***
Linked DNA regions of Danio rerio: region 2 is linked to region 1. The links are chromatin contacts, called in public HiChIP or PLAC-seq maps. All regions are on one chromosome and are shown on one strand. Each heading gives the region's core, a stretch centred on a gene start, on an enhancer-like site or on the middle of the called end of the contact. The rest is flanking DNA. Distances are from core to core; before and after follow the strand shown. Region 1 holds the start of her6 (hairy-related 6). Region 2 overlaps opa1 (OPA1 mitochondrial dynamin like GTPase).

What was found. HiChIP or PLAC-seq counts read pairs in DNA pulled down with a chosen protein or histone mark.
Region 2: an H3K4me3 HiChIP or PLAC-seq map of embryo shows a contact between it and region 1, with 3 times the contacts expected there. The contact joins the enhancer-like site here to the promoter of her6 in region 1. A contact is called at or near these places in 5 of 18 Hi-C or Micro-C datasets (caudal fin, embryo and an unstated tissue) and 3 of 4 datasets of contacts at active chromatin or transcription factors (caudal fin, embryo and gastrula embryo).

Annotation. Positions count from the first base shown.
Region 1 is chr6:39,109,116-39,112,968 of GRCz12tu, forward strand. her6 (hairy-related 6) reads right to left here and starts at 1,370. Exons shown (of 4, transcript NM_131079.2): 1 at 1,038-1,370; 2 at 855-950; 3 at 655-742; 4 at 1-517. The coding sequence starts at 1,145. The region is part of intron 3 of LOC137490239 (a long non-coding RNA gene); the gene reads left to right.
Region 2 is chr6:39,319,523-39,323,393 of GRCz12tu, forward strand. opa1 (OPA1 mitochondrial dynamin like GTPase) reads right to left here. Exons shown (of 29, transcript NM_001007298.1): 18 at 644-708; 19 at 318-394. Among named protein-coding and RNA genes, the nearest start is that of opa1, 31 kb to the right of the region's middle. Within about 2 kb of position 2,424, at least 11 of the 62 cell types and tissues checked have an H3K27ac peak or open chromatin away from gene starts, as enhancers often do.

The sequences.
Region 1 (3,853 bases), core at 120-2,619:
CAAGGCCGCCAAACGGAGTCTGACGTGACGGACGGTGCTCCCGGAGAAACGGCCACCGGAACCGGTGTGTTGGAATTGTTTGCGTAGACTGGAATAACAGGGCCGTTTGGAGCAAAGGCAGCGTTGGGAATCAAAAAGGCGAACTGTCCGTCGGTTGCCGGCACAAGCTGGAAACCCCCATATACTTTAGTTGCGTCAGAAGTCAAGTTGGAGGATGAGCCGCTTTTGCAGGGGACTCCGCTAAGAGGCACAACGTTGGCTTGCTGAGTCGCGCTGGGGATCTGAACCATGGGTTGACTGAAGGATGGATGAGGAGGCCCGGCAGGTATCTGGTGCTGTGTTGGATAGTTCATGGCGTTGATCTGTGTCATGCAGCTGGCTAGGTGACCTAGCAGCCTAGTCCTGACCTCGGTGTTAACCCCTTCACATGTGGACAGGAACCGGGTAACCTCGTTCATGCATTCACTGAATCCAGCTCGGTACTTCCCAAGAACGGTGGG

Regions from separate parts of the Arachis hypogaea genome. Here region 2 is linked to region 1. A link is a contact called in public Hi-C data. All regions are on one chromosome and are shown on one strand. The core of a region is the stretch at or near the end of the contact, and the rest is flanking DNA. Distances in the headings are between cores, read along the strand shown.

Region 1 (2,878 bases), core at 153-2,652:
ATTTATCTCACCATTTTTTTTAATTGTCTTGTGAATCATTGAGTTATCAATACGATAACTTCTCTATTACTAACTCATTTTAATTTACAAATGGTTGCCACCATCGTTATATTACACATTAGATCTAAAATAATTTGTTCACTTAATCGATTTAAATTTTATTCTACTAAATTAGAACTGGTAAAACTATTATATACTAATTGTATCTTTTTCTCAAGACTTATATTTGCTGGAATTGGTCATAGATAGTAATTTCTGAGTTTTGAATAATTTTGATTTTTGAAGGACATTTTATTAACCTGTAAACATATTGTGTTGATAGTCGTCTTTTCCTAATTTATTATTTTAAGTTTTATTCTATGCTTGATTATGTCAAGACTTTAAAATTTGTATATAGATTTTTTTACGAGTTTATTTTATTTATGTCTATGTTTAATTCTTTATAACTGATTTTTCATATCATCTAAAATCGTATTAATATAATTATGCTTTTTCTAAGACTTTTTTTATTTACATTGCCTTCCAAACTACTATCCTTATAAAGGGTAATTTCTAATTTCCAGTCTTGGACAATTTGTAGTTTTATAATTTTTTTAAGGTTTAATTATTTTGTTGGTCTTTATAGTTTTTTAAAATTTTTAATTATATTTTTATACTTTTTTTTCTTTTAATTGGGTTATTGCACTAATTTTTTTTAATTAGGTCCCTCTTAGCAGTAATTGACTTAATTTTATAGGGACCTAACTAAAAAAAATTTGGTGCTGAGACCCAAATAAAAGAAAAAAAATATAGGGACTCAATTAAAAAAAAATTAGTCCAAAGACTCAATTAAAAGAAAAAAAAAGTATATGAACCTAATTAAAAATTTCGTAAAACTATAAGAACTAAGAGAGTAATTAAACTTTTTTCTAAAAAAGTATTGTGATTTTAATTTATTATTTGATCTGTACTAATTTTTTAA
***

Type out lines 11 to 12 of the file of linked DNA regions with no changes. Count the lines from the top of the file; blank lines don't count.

Region 1 (2,878 bases), core at 153-2,652:
ATTTATCTCACCATTTTTTTTAATTGTCTTGTGAATCATTGAGTTATCAATACGATAACTTCTCTATTACTAACTCATTTTAATTTACAAATGGTTGCCACCATCGTTATATTACACATTAGATCTAAAATAATTTGTTCACTTAATCGATTTAAATTTTATTCTACTAAATTAGAACTGGTAAAACTATTATATACTAATTGTATCTTTTTCTCAAGACTTATATTTGCTGGAATTGGTCATAGATAGTAATTTCTGAGTTTTGAATAATTTTGATTTTTGAAGGACATTTTATTAACCTGTAAACATATTGTGTTGATAGTCGTCTTTTCCTAATTTATTATTTTAAGTTTTATTCTATGCTTGATTATGTCAAGACTTTAAAATTTGTATATAGATTTTTTTACGAGTTTATTTTATTTATGTCTATGTTTAATTCTTTATAACTGATTTTTCATATCATCTAAAATCGTATTAATATAATTATGCTTTTTCTAAGACTTTTTTTATTTACATTGCCTTCCAAACTACTATCCTTATAAAGGGTAATTTCTAATTTCCAGTCTTGGACAATTTGTAGTTTTATAATTTTTTTAAGGTTTAATTATTTTGTTGGTCTTTATAGTTTTTTAAAATTTTTAATTATATTTTTATACTTTTTTTTCTTTTAATTGGGTTATTGCACTAATTTTTTTTAATTAGGTCCCTCTTAGCAGTAATTGACTTAATTTTATAGGGACCTAACTAAAAAAAATTTGGTGCTGAGACCCAAATAAAAGAAAAAAAATATAGGGACTCAATTAAAAAAAAATTAGTCCAAAGACTCAATTAAAAGAAAAAAAAAGTATATGAACCTAATTAAAAATTTCGTAAAACTATAAGAACTAAGAGAGTAATTAAACTTTTTTCTAAAAAAGTATTGTGATTTTAATTTATTATTTGATCTGTACTAATTTTTTAA